A statement issued by the Commission following the 50th session says nothing about any endorsement of the Russian claims, but confirms that the sub-commission members will «continue to work on the submission» and that additional data and information will be made available by the Russians for the upcoming 51st Commission session.

Deputy Minister Denis Khramov and his Russian delegation is this week back in New York for meetings in the 51st session of the CLCS, and Khramov has with him the new data that is to complement his claims. A key part of that new information has been collected through this year’s major Arctic expeditions conducted by the Russian Ministry of Defense.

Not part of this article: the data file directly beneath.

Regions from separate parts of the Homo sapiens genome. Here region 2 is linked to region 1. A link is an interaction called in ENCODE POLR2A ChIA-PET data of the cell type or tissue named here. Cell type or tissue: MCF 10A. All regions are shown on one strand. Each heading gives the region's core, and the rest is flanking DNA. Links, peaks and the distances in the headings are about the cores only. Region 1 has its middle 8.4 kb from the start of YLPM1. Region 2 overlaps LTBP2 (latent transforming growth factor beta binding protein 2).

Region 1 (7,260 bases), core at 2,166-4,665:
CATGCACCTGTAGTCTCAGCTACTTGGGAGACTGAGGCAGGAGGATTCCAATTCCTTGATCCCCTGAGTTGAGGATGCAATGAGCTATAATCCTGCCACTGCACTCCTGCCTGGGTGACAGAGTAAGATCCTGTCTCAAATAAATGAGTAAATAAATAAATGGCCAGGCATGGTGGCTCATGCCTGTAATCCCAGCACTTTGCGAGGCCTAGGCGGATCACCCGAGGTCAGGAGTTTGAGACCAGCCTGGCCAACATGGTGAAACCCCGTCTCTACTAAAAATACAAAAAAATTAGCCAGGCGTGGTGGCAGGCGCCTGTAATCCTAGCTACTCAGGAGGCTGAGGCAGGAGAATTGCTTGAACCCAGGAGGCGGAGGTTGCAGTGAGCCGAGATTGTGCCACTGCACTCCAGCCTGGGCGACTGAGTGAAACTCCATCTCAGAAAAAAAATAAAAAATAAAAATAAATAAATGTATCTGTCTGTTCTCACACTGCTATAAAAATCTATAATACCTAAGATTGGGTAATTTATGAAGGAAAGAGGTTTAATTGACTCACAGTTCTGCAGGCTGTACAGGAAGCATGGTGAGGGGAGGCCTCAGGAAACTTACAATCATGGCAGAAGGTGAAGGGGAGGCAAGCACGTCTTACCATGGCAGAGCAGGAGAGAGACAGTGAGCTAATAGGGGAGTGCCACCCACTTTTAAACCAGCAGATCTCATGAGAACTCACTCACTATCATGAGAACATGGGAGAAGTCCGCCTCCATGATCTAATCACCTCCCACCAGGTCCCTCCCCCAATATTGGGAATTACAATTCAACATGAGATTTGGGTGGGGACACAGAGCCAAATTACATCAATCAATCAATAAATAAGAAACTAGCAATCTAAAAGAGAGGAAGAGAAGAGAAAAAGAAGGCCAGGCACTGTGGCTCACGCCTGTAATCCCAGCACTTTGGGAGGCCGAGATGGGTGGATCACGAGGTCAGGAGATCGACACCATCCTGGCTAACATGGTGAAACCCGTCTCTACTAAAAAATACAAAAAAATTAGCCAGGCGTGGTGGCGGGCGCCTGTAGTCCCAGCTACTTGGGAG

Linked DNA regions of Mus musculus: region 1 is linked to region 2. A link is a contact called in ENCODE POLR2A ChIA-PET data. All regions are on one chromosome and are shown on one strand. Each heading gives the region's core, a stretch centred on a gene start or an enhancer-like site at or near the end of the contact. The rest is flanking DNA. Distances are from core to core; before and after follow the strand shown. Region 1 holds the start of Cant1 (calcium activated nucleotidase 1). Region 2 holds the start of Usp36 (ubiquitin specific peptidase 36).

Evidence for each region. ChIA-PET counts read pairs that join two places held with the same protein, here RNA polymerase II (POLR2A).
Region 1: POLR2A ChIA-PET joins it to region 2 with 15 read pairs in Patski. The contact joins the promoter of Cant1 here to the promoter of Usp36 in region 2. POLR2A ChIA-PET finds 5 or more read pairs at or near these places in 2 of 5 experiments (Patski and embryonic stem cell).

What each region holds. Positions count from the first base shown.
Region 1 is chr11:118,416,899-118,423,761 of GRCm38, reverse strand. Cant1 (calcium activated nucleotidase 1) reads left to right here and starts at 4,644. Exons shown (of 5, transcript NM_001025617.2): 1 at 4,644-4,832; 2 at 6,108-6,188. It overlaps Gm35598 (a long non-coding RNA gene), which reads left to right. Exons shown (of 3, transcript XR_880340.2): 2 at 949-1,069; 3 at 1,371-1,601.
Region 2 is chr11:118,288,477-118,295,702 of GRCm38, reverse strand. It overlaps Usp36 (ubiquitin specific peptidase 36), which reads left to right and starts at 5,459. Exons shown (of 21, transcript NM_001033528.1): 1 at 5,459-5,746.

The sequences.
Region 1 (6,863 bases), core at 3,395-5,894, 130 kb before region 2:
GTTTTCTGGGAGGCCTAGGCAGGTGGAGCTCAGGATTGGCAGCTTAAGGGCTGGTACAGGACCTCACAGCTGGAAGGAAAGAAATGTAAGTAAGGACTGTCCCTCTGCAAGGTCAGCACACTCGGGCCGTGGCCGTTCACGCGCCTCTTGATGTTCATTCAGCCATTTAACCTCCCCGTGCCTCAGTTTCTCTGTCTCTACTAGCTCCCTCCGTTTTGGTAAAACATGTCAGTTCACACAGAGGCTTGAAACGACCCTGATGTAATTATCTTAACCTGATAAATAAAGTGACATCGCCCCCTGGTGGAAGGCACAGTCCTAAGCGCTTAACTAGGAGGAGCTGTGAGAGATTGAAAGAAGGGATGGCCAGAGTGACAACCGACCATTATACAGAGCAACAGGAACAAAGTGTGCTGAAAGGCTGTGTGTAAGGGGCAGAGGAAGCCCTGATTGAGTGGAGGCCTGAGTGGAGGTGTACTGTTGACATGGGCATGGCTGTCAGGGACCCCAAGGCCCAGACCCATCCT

Extensive mapping

According to Head Commander of the Russian Navy, Nikolay Yevmenov, a new bathymetric map has now been made that with a high level of precision outlines, classifies and defines the main characteristics of the underwater landscapes.

«The assembled materials allow us to build a clear and detailed model of the Arctic sea bottom’s contours,» he underlined in a recent government meeting.

In the course of this summer, several naval research vessels, among them the «Akademik Fyodorov» and «Gorzont», have sailed thousands of miles across the key areas of relevance for the Russian claims.

«The complex studies conducted are fully in line with the requirements of the UN Commission on the Limits of the Continental Shelf, Admiral Yevmenov underlined.

This photo taken on Wednesday, April 3, 2019, shows a radar facility on Kotelny Island, part of the New Siberian Islands archipelago located located near the Lomonosov Ridge, northeast Russia. (Vladimir Isachenkov/AP Photo)
Immanent decision